Sheet Pan Supper: Roasted Chicken Thighs

10 ingredients or less


Published:

Photograph by Andre Baranowski

September weather is unpredictable. The first fall chill can arrive a week after Labor Day, or it can be Indian summer until early October. One thing that’s always constant: September feels hectic after the lazy days of August. This one-pan chicken is easy for weeknight dinners (you can prep the ingredients ahead of time and line the pan with foil for easy cleanup), but isn’t too heavy for days when summer still lingers in the air. Serves 4

For the Chicken and Vegetables: 

2 medium heads of fennel, sliced into half-inch rounds
24 oz baby potatoes, halved
1 head garlic, peeled (one clove reserved for sauce)
½ cup pitted Kalamata olives
1 lemon, cut lengthwise into eighths
10 sprigs fresh thyme
¼ cup olive oil
1 Tbsp whole grain Dijon mustard 
6 bone-in, skin-on chicken thighs, trimmed of excess fat and skin
2¾ tsp kosher salt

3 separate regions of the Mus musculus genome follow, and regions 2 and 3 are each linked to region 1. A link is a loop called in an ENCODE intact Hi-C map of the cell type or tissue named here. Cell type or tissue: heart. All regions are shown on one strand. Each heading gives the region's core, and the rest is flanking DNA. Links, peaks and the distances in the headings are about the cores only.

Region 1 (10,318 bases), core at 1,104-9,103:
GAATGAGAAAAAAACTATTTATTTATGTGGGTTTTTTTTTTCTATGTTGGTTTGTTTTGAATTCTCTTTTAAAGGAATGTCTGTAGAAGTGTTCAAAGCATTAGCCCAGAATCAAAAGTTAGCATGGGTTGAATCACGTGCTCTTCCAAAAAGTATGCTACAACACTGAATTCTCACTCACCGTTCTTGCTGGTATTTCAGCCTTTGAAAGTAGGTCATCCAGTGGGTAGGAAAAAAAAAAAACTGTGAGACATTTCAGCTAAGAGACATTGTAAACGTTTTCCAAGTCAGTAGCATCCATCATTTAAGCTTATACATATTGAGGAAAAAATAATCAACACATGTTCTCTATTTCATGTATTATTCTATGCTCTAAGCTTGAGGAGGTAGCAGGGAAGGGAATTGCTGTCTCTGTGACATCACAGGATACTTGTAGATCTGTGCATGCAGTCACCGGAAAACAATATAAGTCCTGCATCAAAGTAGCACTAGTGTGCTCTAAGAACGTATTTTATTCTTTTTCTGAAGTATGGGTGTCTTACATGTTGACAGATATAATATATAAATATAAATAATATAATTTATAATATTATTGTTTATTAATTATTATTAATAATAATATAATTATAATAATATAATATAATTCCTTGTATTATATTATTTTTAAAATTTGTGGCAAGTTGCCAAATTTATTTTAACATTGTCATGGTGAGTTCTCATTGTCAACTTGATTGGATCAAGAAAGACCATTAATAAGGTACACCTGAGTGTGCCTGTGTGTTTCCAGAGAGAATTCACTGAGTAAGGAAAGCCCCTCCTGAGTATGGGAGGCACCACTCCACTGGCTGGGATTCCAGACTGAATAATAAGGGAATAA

1.  Place a sheet pan in the oven and preheat it to 425°F. In a large bowl, combine the vegetables, garlic, olives, lemon, thyme, olive oil, and mustard. Season with one teaspoon salt. Spread vegetables onto the hot sheet pan and roast for 20 minutes. 

2.  With paper towels, thoroughly pat the chicken dry, then season both sides with remaining salt. Stir vegetables and nestle chicken on top. Roast for an additional 35 to 40 minutes or until the chicken is just cooked through (juices should run clear).

For the Sauce: 

1 clove garlic, grated or finely minced
2 Tbsp lemon juice
1 tsp chopped thyme leaves
6 Tbsp chopped parsley
1½ tsp whole grain Dijon mustard 
3 Tbsp olive oil
½ tsp salt
freshly ground black pepper to taste

1.  Combine all the ingredients and let sit for 10 to 15 minutes, to temper the garlic. Serve alongside or atop chicken.


Test Kitchen Tip: Crispy Chicken Skin

The best part of any roast chicken is super-crispy skin. To get it, pat chicken pieces very dry on both sides, then season with salt (no oil needed!). The science behind it: The skin can’t crisp until surface moisture evaporates. Patting the chicken dry speeds up the process and leaves more time for the skin to get crisp and golden. 

 

 

 

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